The Duravit CEO answers questions about the laying of the foundation stone for the new production plant in Matane, Canada.

1. Mr Tahy, Duravit AG is investing a high double-digit million-dollar amount in the construction of a new ceramic plant in Canada. Could you please explain the background of this project?

        First and foremost: For Duravit, this is the largest investment in our company’s history. It fills me with pride that we have now been able to give the go-ahead for this extraordinary project. At the same time, I feel gratitude for the trust that our owner family has placed in us.

        The new plant is a milestone for Duravit in several aspects: We are setting standards for the responsible use of resources by replacing natural gas as a fossil fuel with sustainably generated energy from hydropower. In addition, we have made our supply and logistics processes sustainable to strengthen our presence in the growth market of North America with our own local production facility. Not to be forgotten: Around 240 new jobs will be created at the new site.

        None of this would have been possible without the support of our local partners: the responsible Québec, and the city of Matane. With Hydro-Québec as our energy supplier, we also have a long-term partner for the supply of affordable and, above all, clean energy.

        2. The new plant in Matane, Canada, is a central element in Duravit’s sustainability strategy. What does that mean specifically?

        We have set ourselves the ambitious goal of climate-neutral production by 2045. The production of ceramics is one of the most energy-intensive industries. A lot has changed here in recent years, and energy and resources are now used much more efficiently. Nevertheless, we need a disruptive change in ceramics production that tackles the CO2 emission problem at the root when using natural gas. And we are grappling this change with the new plant I, therefore, see the project as a real game changer for the whole industry.

        The heart of our climate-neutral production facility is the electric ceramic tunnel kiln – a groundbreaking world first for industrial ceramic production. The energy is supplied exclusively with regeneratively generated electricity from the hydroelectric power plants of the Canadian energy supplier Hydro-Québec. With the new kiln, which is about 100 meters long, we save over 9,000 tons of CO2 per year compared to a conventional gas kiln – at full capacity.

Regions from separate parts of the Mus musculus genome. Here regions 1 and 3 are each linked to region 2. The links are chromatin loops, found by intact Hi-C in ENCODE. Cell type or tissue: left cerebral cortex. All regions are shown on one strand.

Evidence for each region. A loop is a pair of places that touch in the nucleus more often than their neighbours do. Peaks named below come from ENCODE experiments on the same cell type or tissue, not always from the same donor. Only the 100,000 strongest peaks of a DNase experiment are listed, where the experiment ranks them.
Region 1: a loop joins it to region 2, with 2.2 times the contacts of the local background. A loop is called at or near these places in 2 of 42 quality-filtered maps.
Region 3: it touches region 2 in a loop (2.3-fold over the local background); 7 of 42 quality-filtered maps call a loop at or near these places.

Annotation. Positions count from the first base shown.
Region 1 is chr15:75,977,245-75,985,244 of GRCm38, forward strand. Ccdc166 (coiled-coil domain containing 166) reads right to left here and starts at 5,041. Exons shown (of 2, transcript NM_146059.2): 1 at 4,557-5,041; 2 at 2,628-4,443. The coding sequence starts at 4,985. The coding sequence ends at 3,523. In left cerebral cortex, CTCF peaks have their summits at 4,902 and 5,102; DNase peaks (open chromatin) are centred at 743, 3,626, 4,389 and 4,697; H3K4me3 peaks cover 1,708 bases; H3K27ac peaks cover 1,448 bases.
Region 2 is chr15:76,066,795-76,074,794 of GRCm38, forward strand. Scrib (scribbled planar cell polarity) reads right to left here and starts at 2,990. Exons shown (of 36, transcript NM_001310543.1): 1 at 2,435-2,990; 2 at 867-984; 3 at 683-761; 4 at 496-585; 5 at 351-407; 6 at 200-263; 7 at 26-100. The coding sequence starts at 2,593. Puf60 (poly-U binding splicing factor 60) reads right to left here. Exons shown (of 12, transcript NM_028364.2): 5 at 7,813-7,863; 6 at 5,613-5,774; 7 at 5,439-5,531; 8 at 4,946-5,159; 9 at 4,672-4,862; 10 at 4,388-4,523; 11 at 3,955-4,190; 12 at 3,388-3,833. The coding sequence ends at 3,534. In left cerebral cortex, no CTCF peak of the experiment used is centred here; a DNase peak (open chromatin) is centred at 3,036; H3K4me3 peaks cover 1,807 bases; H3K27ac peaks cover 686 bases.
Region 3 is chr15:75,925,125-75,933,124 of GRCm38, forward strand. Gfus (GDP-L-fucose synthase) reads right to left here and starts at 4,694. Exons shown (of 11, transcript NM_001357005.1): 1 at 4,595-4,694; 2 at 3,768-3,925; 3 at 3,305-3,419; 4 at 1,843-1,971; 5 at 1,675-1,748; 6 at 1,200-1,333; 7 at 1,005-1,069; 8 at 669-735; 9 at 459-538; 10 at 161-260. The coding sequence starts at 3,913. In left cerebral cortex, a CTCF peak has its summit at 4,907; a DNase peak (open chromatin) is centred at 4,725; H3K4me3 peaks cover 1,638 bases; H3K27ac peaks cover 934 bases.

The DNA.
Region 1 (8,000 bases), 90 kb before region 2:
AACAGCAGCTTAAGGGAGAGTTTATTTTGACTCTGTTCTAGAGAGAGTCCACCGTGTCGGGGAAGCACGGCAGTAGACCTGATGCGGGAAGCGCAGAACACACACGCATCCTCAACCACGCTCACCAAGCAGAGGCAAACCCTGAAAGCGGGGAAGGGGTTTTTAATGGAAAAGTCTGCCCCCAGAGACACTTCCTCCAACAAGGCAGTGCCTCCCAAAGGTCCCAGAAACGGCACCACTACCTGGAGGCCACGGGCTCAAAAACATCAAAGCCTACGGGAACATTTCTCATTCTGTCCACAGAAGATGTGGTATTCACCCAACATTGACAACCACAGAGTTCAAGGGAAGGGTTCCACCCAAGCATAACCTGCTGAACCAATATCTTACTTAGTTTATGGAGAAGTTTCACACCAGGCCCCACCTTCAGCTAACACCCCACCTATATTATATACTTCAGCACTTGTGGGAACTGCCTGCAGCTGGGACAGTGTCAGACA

3. What are the other advantages of the new production site in Canada?

        The new site in Matane fits seamlessly into Duravit’s local-for-local strategy. The location directly on the St. Lawrence River facilitates logistics and the transport of goods. The most important raw materials for ceramic production – clay, kaolin, feldspar, and quartz – are available over short distances. This allows us to significantly reduce logistics expenses and additionally save energy from fossil sources.

        Compared with importing our products from Europe, we therefore expect a reduction of our CO2 emissions in the North American market of 1,500 tons per year. Together with the electric kiln, we have a reduction potential of almost 11,000 tons of CO2 per year. That is groundbreaking!

        4. What will Duravit produce in Canada?

        North America is one of our growth markets. We see great development potential here, which we will serve in the future with the new production site. By 2028 we want to have reached the maximum capacity of the new plant: an annual production of 450,000 large ceramic parts. In doing so, we focus entirely on the needs of the North American market. With one and two-piece toilets, but also wall-hung toilets and washbasins. Compared to today’s data, that is almost a threefold increase. Accordingly, we need production on site – close to our customers.

        5. How can you imagine the set-up of the production facility in Matane?

        Since we are building the plant from scratch, we can rely on state-of-the-art production processes: The building area is around 40,000 m2. Everything is highly automated and follows the principles of Industry 4.0. As mentioned, the centerpiece is the electric ceramic tunnel kiln, while other highlights include automated transport systems, glazing robots, and an automated chamber dryer. In addition, the plant will rely entirely on die-casting technology. All this is state-of-the-art.

        Despite all the automation, our future employees certainly play a decisive role. Around 240 new jobs for skilled workers will be created in Matane which will strengthen the region and actuates a growth impulse at the site. As a family business with a long-term focus, we are already looking forward to working with our future team in Canada.

        Duravit Plant Canada Stephen Tahy